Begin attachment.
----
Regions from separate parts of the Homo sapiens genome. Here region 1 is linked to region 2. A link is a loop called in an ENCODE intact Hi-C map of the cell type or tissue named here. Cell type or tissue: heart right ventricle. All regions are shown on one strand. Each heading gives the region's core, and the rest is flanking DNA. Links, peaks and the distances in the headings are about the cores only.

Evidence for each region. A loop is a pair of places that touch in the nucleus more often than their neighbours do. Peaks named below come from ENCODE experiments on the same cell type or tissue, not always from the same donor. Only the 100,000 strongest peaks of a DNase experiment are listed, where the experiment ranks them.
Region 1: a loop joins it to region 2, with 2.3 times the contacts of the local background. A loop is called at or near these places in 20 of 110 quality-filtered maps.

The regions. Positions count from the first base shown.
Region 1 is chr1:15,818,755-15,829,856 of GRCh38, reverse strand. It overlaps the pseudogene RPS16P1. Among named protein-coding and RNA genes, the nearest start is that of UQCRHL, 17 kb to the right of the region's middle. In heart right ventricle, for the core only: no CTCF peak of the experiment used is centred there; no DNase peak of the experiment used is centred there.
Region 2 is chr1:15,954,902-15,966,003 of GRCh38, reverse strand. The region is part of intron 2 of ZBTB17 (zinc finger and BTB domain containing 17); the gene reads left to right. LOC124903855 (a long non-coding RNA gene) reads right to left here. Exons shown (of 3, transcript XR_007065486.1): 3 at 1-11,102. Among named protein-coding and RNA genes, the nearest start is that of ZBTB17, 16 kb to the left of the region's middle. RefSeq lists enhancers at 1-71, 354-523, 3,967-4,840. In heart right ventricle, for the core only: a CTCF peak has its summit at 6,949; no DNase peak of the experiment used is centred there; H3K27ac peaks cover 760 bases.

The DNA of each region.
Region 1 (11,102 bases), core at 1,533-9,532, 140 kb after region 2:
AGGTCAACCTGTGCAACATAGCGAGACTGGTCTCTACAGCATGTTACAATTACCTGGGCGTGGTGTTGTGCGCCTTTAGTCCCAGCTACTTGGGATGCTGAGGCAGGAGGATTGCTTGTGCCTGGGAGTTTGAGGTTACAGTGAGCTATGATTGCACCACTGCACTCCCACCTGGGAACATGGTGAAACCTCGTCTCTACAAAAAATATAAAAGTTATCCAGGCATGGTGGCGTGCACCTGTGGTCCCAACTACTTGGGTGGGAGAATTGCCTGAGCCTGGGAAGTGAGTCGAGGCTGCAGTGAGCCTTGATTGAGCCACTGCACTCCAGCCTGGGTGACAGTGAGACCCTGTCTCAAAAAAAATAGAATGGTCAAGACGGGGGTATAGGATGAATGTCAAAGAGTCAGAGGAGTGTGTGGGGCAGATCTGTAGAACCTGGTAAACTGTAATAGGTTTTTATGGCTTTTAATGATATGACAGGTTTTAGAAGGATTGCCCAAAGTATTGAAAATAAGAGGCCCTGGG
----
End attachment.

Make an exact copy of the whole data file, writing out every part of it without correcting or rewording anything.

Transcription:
Regions from separate parts of the Homo sapiens genome. Here region 1 is linked to region 2. A link is a loop called in an ENCODE intact Hi-C map of the cell type or tissue named here. Cell type or tissue: heart right ventricle. All regions are shown on one strand. Each heading gives the region's core, and the rest is flanking DNA. Links, peaks and the distances in the headings are about the cores only.

Evidence for each region. A loop is a pair of places that touch in the nucleus more often than their neighbours do. Peaks named below come from ENCODE experiments on the same cell type or tissue, not always from the same donor. Only the 100,000 strongest peaks of a DNase experiment are listed, where the experiment ranks them.
Region 1: a loop joins it to region 2, with 2.3 times the contacts of the local background. A loop is called at or near these places in 20 of 110 quality-filtered maps.

The regions. Positions count from the first base shown.
Region 1 is chr1:15,818,755-15,829,856 of GRCh38, reverse strand. It overlaps the pseudogene RPS16P1. Among named protein-coding and RNA genes, the nearest start is that of UQCRHL, 17 kb to the right of the region's middle. In heart right ventricle, for the core only: no CTCF peak of the experiment used is centred there; no DNase peak of the experiment used is centred there.
Region 2 is chr1:15,954,902-15,966,003 of GRCh38, reverse strand. The region is part of intron 2 of ZBTB17 (zinc finger and BTB domain containing 17); the gene reads left to right. LOC124903855 (a long non-coding RNA gene) reads right to left here. Exons shown (of 3, transcript XR_007065486.1): 3 at 1-11,102. Among named protein-coding and RNA genes, the nearest start is that of ZBTB17, 16 kb to the left of the region's middle. RefSeq lists enhancers at 1-71, 354-523, 3,967-4,840. In heart right ventricle, for the core only: a CTCF peak has its summit at 6,949; no DNase peak of the experiment used is centred there; H3K27ac peaks cover 760 bases.

The DNA of each region.
Region 1 (11,102 bases), core at 1,533-9,532, 140 kb after region 2:
AGGTCAACCTGTGCAACATAGCGAGACTGGTCTCTACAGCATGTTACAATTACCTGGGCGTGGTGTTGTGCGCCTTTAGTCCCAGCTACTTGGGATGCTGAGGCAGGAGGATTGCTTGTGCCTGGGAGTTTGAGGTTACAGTGAGCTATGATTGCACCACTGCACTCCCACCTGGGAACATGGTGAAACCTCGTCTCTACAAAAAATATAAAAGTTATCCAGGCATGGTGGCGTGCACCTGTGGTCCCAACTACTTGGGTGGGAGAATTGCCTGAGCCTGGGAAGTGAGTCGAGGCTGCAGTGAGCCTTGATTGAGCCACTGCACTCCAGCCTGGGTGACAGTGAGACCCTGTCTCAAAAAAAATAGAATGGTCAAGACGGGGGTATAGGATGAATGTCAAAGAGTCAGAGGAGTGTGTGGGGCAGATCTGTAGAACCTGGTAAACTGTAATAGGTTTTTATGGCTTTTAATGATATGACAGGTTTTAGAAGGATTGCCCAAAGTATTGAAAATAAGAGGCCCTGGG